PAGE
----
OUR OPINION: Are we the forgotten victims?

Staff Writer
Gonzales Weekly Citizen

Even though Ascension Parish is still picking up the pieces after Hurricane Gustav blew them down and Hurricane Ike passed by us with not much more than a glance, parish residents can now try to return to some sense of normalcy.

Unfortunately, not many people outside of the Gulf south know how bad the damages were here. At least not if they watch any of the mega cable news channels or read the national newspapers.

It seems that much of the big media saw Hurricane Gustav heading for Louisiana and thought to themselves, “We need to get to New Orleans because this could be worse than Katrina.”?So they traveled to the Crescent City and waited for the big hit. But, when the storm landed west of New Orleans and took its liberties with Baton Rouge and much of south central Louisiana, those same media members took one look, saw that New Orleans’ levees held, and moved on to the next “big story.”

Obviously, they didn’t take Interstate 10 through Ascension Parish and Baton Rouge. Or, if they did, they must have been driving with their eyes closed to miss the damage here. Trees down and demolished buildings. Rising river and lake waters inundating homes and streets. Electricity outages for the past two weeks.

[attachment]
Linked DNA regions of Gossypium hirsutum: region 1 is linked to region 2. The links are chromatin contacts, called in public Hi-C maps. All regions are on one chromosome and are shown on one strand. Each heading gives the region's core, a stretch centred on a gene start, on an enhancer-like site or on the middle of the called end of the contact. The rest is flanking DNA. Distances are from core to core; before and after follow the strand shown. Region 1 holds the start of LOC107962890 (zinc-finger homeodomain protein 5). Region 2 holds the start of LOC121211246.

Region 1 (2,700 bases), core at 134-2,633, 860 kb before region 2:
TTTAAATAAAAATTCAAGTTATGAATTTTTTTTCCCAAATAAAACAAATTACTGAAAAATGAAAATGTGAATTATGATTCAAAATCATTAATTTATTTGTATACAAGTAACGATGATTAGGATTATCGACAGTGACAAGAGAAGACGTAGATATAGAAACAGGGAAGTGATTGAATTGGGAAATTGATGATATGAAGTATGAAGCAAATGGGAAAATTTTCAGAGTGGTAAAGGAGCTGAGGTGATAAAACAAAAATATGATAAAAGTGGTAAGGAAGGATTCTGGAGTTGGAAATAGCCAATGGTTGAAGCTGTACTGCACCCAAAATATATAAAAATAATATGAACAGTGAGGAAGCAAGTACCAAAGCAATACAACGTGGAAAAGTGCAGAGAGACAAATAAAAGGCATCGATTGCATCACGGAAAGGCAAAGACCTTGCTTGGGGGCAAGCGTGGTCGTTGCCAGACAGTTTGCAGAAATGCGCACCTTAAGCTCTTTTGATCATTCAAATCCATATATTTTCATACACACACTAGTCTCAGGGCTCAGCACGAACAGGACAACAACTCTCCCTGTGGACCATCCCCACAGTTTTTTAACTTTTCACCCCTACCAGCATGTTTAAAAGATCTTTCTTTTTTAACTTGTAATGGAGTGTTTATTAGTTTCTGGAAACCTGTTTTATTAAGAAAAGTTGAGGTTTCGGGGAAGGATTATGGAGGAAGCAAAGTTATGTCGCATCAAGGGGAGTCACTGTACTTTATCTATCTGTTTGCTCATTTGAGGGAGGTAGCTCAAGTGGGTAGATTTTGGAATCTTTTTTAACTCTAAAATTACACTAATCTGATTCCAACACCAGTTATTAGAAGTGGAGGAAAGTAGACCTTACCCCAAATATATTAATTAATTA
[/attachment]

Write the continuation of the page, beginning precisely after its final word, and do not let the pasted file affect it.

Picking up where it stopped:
It’s a shame that our area received little to no attention nationally for what we went through during Hurricane Gustav. The Baton Rouge metro area  may not be a the size of Houston or even New Orleans, but we are just as important. We are not saying that we were hurt here worse than Katrina devastated New Orleans, because we were not. But  we feel that a blind eye was turned to the metro area by national media in our time of need.

That lack of coverage also hurts recovery efforts. Gov. Bobby Jindal himself said that since many people outside of the state did not see the level of damage here, they do not know how bad assistance is needed. With his current star status among national Republican leaders, we’d hoped that the focus would have turned to how he handled such a disaster.

We hope that in the future, when large scale disaster events occur here, our brethren in the national media will take a little more time to find the true stories, other than looking for the next big flash in the pan event to plaster in our faces.

But, one can say, that’s what local news outlets are for anyway, right?